(Left) The desert cat is a nocturnal hunter and spends most of its day hiding in grasses and burrows. Unfortunately, because of its long, soft fur it is targeted by the international pet trade markets. (Right) The Indian fox prefers flat, scrub landscapes where it can hunt with great ease and dig dens to live in. Photo: Dhritiman Mukherjee

Among mammals, the most famous is of course the blackbuck. Nearly 2,500 of these are present. The other major mammals are the golden jackal (Canis aureus), Indian fox (Vulpes bengalensis), red fox (Vulpes vulpes pusilla), jungle cat (Felis chaus), and desert hare (Lepus nigricollis dayanus). During my earlier visits in 1980s and 1990s, I did not see the chinkara (Gazella bennettii) in Tal Chhapar, though it was present in the surrounding sand dunes. But during my recent visit in September 2019 with photographer Dhritiman Mukherjee, I was pleasantly surprised to see many chinkara in the main tourist area.

All the animals looked quite undisturbed by tourist vehicles, clearly indicating good protection by the forest department. The dog menace is also under control, resulting in sighting of many does with fawns. Earlier, packs of dogs would spread out in the grassland and kill hiding fawns.

The striking black francolin is easily recognised by bright brown neck, white spots around its belly and golden spots on its back. The male is a shy bird, but when it calls it has a loud, shrill metallic ‘keeek-keeek’ vocalisation. 
Photo: Dhritiman Mukherjee

The striking black francolin is easily recognised by bright brown neck, white spots around its belly and golden spots on its back. The male is a shy bird, but when it calls it has a loud, shrill metallic ‘keeek-keeek’ vocalisation. Photo: Dhritiman Mukherjee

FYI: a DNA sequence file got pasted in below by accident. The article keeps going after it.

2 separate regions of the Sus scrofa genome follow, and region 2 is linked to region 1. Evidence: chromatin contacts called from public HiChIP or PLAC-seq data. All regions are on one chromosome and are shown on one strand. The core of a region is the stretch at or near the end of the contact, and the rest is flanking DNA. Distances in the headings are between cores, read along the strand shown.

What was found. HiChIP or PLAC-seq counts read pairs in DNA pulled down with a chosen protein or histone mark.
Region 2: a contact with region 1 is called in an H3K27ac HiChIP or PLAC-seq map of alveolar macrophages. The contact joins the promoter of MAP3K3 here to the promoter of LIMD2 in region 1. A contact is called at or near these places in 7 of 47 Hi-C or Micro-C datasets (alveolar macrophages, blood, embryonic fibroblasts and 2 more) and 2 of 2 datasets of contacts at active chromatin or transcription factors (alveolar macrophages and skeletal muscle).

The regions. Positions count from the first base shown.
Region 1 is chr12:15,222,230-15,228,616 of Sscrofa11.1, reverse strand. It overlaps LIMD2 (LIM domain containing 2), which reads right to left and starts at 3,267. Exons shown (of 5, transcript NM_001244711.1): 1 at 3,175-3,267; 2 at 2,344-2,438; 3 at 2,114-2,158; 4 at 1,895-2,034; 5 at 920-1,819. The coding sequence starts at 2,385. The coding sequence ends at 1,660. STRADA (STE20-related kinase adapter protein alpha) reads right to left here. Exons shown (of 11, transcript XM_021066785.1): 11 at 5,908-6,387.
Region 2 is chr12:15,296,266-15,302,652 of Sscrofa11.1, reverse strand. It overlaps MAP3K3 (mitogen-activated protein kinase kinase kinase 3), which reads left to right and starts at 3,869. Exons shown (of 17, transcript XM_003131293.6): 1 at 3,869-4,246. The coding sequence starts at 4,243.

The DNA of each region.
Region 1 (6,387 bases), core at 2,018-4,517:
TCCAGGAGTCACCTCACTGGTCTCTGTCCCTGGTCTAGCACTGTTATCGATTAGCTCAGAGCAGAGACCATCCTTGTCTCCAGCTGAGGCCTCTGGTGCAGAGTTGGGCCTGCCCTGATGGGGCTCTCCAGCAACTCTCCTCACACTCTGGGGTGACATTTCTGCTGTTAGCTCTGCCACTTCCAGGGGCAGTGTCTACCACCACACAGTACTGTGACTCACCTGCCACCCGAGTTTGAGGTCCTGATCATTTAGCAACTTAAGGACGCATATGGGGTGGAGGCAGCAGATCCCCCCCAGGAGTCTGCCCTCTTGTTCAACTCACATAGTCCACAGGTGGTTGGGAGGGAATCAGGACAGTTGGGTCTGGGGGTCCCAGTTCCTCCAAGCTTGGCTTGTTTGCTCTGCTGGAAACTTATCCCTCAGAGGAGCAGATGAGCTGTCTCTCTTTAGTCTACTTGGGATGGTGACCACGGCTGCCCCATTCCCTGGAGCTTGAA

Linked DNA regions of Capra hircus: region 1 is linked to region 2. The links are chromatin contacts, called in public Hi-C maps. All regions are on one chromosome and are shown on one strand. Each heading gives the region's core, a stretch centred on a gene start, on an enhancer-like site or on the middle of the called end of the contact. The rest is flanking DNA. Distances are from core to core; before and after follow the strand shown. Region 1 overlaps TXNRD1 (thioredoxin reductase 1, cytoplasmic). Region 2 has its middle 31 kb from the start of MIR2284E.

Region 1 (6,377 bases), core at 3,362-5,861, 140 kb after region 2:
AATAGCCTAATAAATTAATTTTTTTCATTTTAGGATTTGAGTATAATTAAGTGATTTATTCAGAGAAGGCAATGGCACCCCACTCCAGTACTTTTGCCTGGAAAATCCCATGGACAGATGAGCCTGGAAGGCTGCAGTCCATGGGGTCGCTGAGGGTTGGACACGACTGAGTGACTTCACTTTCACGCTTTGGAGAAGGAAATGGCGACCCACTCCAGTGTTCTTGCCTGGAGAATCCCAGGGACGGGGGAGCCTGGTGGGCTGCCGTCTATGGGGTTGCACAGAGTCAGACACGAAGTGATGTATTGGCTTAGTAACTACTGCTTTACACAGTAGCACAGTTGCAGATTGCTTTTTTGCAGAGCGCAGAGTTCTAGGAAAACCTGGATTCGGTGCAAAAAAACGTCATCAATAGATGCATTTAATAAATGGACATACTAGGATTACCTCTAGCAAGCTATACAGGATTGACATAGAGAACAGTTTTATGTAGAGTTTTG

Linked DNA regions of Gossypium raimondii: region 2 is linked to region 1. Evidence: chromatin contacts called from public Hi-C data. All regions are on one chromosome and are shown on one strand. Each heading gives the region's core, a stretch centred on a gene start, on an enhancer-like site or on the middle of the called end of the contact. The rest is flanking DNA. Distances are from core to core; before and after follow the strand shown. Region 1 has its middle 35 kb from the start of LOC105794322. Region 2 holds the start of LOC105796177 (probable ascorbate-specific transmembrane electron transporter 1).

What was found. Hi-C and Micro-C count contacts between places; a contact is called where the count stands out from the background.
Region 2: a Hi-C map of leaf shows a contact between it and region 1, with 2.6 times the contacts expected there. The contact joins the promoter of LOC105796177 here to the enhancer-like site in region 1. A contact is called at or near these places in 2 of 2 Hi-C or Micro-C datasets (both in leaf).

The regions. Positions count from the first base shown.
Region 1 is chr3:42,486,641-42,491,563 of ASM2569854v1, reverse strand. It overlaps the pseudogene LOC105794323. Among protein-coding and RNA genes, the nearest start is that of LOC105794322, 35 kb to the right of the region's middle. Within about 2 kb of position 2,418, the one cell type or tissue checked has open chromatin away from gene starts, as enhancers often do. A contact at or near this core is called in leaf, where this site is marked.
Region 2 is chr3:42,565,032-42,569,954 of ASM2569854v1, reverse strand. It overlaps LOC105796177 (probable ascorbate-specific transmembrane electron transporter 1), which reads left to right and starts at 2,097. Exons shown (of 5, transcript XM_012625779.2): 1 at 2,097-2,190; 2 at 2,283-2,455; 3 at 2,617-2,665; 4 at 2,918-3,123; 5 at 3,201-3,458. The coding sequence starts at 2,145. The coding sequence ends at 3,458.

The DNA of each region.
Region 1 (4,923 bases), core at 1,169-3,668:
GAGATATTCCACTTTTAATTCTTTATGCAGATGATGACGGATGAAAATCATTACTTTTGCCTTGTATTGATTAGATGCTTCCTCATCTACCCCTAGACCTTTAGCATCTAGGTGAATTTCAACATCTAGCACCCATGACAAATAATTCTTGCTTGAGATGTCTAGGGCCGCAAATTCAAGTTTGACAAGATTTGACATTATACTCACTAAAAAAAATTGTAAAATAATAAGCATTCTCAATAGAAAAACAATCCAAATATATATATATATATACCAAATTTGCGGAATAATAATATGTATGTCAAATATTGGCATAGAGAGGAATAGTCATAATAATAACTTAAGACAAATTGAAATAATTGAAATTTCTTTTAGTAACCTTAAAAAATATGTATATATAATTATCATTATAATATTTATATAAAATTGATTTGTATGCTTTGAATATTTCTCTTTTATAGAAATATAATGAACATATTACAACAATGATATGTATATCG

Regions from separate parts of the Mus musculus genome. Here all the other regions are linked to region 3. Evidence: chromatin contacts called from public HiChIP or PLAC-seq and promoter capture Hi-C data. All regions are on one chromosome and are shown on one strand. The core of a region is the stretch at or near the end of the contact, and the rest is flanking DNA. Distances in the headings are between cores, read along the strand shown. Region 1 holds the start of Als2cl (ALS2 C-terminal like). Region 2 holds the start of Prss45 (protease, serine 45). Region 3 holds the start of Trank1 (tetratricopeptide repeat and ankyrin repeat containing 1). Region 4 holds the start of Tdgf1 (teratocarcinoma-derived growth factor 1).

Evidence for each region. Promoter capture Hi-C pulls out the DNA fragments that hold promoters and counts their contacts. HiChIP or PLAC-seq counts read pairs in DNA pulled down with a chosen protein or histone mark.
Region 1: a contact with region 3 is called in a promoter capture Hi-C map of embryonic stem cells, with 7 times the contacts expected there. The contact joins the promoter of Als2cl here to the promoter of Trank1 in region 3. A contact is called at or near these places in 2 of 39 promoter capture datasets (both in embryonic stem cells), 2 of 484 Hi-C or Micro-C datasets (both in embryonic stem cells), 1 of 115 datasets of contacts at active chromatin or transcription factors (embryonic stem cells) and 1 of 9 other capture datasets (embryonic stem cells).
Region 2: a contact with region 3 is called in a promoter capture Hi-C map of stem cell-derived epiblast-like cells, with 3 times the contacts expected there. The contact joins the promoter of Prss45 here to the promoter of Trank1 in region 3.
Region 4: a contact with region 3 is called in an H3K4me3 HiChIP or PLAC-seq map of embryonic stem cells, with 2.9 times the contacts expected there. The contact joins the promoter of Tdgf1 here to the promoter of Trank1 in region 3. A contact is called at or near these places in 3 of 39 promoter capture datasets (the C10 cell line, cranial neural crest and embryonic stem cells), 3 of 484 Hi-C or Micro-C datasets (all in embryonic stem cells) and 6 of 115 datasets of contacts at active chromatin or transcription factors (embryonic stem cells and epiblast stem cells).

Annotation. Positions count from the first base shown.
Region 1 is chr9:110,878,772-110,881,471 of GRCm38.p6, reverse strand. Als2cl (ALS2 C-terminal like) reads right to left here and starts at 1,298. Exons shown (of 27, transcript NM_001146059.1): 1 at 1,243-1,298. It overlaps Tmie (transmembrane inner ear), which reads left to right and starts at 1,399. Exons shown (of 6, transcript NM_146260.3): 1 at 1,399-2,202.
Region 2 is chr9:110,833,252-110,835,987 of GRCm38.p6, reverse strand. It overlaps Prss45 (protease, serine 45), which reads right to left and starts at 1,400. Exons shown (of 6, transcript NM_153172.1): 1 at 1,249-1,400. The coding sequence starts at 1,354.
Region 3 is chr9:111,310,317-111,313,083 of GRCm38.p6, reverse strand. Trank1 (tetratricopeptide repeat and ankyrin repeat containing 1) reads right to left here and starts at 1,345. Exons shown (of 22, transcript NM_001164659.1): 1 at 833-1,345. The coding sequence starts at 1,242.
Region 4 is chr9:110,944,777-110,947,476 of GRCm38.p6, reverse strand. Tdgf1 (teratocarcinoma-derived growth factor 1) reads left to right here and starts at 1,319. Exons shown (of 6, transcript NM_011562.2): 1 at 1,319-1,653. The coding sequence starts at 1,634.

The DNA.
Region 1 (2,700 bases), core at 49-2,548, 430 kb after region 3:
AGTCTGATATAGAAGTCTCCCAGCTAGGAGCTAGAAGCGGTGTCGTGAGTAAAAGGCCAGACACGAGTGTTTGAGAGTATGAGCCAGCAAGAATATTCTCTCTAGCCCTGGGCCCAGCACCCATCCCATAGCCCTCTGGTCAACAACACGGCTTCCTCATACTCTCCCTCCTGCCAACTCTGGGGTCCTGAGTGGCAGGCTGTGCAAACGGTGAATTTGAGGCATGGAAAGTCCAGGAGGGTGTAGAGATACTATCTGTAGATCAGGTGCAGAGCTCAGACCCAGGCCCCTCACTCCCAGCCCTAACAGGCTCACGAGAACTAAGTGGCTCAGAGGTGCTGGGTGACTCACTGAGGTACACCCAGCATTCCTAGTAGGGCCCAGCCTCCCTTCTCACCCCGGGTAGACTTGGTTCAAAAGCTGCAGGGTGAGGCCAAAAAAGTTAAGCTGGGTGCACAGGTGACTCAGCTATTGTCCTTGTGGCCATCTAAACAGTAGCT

Presently, Tal Chhapar is one of the best managed sanctuaries in Rajasthan. A grassland area of 900 hectares is fenced and completely free of grazing or other disturbances. Another area of 400 hectares across the road, called ‘goshala’ locally, may also be fenced shortly as the proposal to close the road for traffic is in its final stages. Presently, in this part, cattle grazing is allowed but other indigenous trees have proliferated after removal of Prosopis juliflora, which has resulted in sightings of the spotted tree creeper (Salpornis spilonotus), buzzards, and eagles. The salt-pans and rain water ditches support a number of water birds.

What attracts me most to Tal Chhapar are the large flocks of larks. By winter the grass has shed seeds and become golden in colour. There are not many areas left in India where one can see thousands of migratory larks, flying like an undulating wave over the golden grass that provides them with unlimited seeds. Unlike the beauty of a black francolin calling from a mound or a lagger eating a spiny-tailed lizard, ‘waving flocks’ of larks cannot be captured in a camera properly but it is a sight to behold. In my mind, a blackbuck in the foreground and a large flock of larks in the background would symbolise the perfect Tal Chhapar image.

 

A flock of larks flies over sprinting blackbuck in Tal Chhapar at sunset. The sanctuary is a paradise for birdwatchers, that flock to the area to photograph migratory birds and raptors. Photo: Dhritiman Mukherjee

A flock of larks flies over sprinting blackbuck in Tal Chhapar at sunset. The sanctuary is a paradise for birdwatchers, that flock to the area to photograph migratory birds and raptors. Photo: Dhritiman Mukherjee

Dr Asad Rahmani
Dr Asad Rahmani

is an ornithologist and conservationist, former Director of BNHS, and currently the scientific adviser to The Corbett Foundation, and governing council member of Wetlands International, South Asia.